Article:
Achieving sobriety is just the first step. Maintaining that sobriety takes a daily commitment to healthier, more responsible living.
One of the most challenging aspects of recovery for many newly sober people is the realization that some parts of their old lives are better left in the past. It may be necessary to cut off contact with negative influences, even old friends. This is especially true if they put your sobriety at risk or could instigate a relapse.
After Completing Rehab
The first 90 days of sobriety after leaving rehab entail some the most challenging periods for those in recovery. Most relapses occur during this period, so it’s crucial to recognize the dangers of the negative influences in your life. You may believe you can visit the same places and hang out with the same people you did before your sobriety, but this is rarely a safe move for those in early recovery.
Starting A New Routine
During the first 90 days of sobriety, staying busy is one of the best things you can do to avoid dangerous triggers and the possibility of relapsing. It’s also crucial to maintain contact with your support network. Continue attending meetings and speaking with your peers from rehab. Find a trustworthy counselor, therapist or mentor who can help you acclimate to your fresh start.
Part of your new routine should focus on physical health. Recovery is the perfect time to make positive changes in your lifestyle. Some of those changes may be necessary, but others are entirely up to you. However, when you take the time to eat healthier, stay hydrated and exercise regularly, you also make it easier for yourself to fight temptation and cravings. Exercise keeps you fit and provides a constructive outlet for stress and anxiety.
The Value Of Distance
When you enter substance abuse treatment, you will more than likely need to cut contact with many people in your past, especially those who shared your addiction or contributed toward it in any way. This may sound cold, but recovery is a time to think about yourself and your own needs. If other people endanger your sobriety, there is no reason to welcome them back into your life.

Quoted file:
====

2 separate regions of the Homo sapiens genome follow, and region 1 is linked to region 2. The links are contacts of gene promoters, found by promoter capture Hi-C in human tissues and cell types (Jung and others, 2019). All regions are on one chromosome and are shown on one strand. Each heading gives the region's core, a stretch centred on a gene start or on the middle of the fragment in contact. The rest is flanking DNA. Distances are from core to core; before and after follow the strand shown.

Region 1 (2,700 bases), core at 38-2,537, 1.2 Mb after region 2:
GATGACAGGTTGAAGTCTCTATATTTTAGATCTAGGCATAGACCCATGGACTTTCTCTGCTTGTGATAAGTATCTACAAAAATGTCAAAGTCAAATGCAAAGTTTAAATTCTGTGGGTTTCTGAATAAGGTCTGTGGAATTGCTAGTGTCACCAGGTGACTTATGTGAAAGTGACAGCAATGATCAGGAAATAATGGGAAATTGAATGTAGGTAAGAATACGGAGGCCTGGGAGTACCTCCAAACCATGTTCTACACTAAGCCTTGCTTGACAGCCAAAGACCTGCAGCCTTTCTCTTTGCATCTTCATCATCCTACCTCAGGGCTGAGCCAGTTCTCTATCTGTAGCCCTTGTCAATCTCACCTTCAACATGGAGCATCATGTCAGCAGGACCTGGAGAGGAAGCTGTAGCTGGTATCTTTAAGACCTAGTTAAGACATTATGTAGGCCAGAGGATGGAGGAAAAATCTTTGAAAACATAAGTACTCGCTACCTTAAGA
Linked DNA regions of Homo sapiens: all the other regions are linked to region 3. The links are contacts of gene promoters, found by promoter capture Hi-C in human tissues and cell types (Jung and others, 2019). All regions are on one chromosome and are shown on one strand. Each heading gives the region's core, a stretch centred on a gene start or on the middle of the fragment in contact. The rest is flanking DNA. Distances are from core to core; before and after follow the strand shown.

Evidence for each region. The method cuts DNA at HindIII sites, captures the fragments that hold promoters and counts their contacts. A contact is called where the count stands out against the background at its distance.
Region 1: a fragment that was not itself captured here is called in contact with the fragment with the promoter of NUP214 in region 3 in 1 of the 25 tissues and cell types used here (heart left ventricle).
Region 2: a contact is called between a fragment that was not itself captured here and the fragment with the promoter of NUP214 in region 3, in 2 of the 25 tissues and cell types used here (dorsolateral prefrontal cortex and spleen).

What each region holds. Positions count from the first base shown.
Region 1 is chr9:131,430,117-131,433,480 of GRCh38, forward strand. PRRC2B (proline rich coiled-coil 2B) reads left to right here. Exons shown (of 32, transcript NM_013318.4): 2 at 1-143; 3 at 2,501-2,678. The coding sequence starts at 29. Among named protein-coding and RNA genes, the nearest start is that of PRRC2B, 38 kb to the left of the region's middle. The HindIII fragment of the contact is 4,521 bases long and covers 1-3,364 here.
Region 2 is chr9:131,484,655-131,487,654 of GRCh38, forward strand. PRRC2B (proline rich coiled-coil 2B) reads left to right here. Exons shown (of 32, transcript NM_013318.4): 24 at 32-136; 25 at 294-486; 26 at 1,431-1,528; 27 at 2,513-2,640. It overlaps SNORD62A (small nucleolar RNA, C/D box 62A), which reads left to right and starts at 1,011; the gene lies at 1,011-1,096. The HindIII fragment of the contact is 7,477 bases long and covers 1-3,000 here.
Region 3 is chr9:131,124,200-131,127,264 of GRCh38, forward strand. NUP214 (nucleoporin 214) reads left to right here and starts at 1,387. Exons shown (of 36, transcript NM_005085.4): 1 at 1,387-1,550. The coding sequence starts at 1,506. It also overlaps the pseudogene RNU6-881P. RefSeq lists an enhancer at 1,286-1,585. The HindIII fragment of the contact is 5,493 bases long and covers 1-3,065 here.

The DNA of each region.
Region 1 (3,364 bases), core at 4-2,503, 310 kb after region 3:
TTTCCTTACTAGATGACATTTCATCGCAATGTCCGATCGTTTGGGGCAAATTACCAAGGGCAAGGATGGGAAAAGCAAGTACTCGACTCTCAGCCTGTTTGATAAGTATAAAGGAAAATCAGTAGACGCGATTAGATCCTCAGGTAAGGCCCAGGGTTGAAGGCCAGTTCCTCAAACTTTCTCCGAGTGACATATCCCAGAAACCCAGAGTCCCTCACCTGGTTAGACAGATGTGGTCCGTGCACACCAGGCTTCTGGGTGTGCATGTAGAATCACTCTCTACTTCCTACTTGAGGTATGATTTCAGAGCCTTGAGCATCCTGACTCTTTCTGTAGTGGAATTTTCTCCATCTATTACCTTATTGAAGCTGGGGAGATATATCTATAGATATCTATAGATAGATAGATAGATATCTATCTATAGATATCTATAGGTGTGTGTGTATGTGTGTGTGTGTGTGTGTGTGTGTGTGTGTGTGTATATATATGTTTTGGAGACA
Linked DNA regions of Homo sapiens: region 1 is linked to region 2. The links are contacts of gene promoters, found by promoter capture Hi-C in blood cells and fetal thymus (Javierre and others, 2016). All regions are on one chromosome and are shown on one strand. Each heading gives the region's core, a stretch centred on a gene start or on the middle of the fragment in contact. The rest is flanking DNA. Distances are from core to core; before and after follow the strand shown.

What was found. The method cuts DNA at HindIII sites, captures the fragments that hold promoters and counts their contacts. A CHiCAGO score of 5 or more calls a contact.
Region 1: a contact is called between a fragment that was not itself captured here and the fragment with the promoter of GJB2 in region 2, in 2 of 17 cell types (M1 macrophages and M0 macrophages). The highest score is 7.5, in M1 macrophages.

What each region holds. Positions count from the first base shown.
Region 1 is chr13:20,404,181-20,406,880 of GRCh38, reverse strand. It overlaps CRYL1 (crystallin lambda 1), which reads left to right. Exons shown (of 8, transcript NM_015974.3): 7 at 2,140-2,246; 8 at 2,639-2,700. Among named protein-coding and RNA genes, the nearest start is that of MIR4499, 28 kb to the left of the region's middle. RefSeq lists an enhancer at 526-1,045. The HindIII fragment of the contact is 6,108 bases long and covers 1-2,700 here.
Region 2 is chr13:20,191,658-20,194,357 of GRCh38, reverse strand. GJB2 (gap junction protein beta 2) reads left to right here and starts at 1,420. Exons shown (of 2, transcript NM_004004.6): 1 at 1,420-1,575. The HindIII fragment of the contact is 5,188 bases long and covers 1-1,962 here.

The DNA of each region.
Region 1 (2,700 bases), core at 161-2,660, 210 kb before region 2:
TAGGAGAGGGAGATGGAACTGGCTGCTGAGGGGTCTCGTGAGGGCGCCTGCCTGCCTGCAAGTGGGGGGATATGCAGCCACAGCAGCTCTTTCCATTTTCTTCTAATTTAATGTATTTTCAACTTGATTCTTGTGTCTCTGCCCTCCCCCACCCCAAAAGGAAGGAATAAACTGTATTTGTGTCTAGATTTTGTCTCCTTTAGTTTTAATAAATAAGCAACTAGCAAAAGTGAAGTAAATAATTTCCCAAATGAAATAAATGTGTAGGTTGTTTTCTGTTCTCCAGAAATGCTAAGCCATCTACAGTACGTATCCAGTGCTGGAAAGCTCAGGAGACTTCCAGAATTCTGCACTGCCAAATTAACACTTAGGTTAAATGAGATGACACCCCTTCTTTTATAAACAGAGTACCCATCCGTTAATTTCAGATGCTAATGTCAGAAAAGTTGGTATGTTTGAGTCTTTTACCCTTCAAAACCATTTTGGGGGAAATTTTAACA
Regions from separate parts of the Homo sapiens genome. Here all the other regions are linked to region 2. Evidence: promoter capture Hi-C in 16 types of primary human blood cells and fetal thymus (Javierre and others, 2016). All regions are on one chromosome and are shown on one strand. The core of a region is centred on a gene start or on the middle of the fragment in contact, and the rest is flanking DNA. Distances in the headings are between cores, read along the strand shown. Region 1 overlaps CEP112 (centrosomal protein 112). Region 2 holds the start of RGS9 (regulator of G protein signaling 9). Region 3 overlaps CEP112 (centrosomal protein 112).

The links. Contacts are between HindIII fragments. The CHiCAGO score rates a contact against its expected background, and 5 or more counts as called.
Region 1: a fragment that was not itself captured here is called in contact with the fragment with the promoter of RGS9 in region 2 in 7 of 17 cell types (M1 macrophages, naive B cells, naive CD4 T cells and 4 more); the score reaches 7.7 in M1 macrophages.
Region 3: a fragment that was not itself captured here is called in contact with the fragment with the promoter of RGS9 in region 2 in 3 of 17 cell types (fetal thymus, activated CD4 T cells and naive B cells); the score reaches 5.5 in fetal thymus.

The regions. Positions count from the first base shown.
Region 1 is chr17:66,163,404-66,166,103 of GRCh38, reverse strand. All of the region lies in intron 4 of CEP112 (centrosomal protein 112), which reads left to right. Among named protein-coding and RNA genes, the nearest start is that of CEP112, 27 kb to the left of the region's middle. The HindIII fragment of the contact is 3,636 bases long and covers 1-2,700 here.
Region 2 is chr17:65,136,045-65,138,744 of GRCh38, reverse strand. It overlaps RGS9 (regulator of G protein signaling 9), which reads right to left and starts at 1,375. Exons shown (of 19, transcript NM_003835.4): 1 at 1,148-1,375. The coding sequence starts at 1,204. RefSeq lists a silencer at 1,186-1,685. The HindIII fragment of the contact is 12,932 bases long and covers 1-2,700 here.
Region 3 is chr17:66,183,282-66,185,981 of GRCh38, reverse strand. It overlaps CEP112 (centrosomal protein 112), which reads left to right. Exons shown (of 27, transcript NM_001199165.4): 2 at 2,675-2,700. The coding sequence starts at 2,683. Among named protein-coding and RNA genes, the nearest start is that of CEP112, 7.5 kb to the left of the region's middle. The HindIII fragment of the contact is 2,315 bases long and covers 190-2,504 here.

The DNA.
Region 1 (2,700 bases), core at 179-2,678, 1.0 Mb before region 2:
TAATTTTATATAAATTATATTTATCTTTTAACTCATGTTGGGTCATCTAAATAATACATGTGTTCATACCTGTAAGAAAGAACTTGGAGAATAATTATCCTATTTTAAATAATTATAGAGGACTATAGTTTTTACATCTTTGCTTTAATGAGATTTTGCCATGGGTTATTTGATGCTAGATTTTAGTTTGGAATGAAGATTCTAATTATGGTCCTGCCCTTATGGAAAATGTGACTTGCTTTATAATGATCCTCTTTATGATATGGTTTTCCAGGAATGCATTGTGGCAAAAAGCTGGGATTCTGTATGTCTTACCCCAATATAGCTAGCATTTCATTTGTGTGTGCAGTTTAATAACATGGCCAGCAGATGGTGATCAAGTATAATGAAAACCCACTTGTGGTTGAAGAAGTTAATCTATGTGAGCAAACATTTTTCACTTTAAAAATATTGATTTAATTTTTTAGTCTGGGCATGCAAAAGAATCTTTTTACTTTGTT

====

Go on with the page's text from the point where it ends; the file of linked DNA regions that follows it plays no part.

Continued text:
Once you have achieved sobriety and completed rehab, your life should revolve around keeping yourself healthy and safe. Part of this responsibility may be moving to a new area, making new friends, building new relationships and cutting away toxic influences. This process may seem difficult, but approaching it with optimism and enthusiasm will make it feel less like work and more like growth.
Take the time to investigate new support groups, new ways to socialize and new ways to keep busy. You may feel bad about cutting contact with past friends or avoiding old haunts, but doing so is crucial in the journey toward lifelong sobriety.
Moving For Treatment
Many people across the United States struggle to find accessible, affordable and reliable substance abuse treatment in their area. Some states are already stretched so thin that they are unable to keep up with the growing demand for substance abuse treatment, leaving many people struggling against addiction with few real options for treatment.
The Treatment Center of the Palm Beaches in Florida accepts clients from all over the country. We understand the fear that may accompany the thought of moving somewhere far away for treatment, but the benefits far outweigh the risks. If you are looking for a safe and trusted place to start your recovery, this is the place to do it.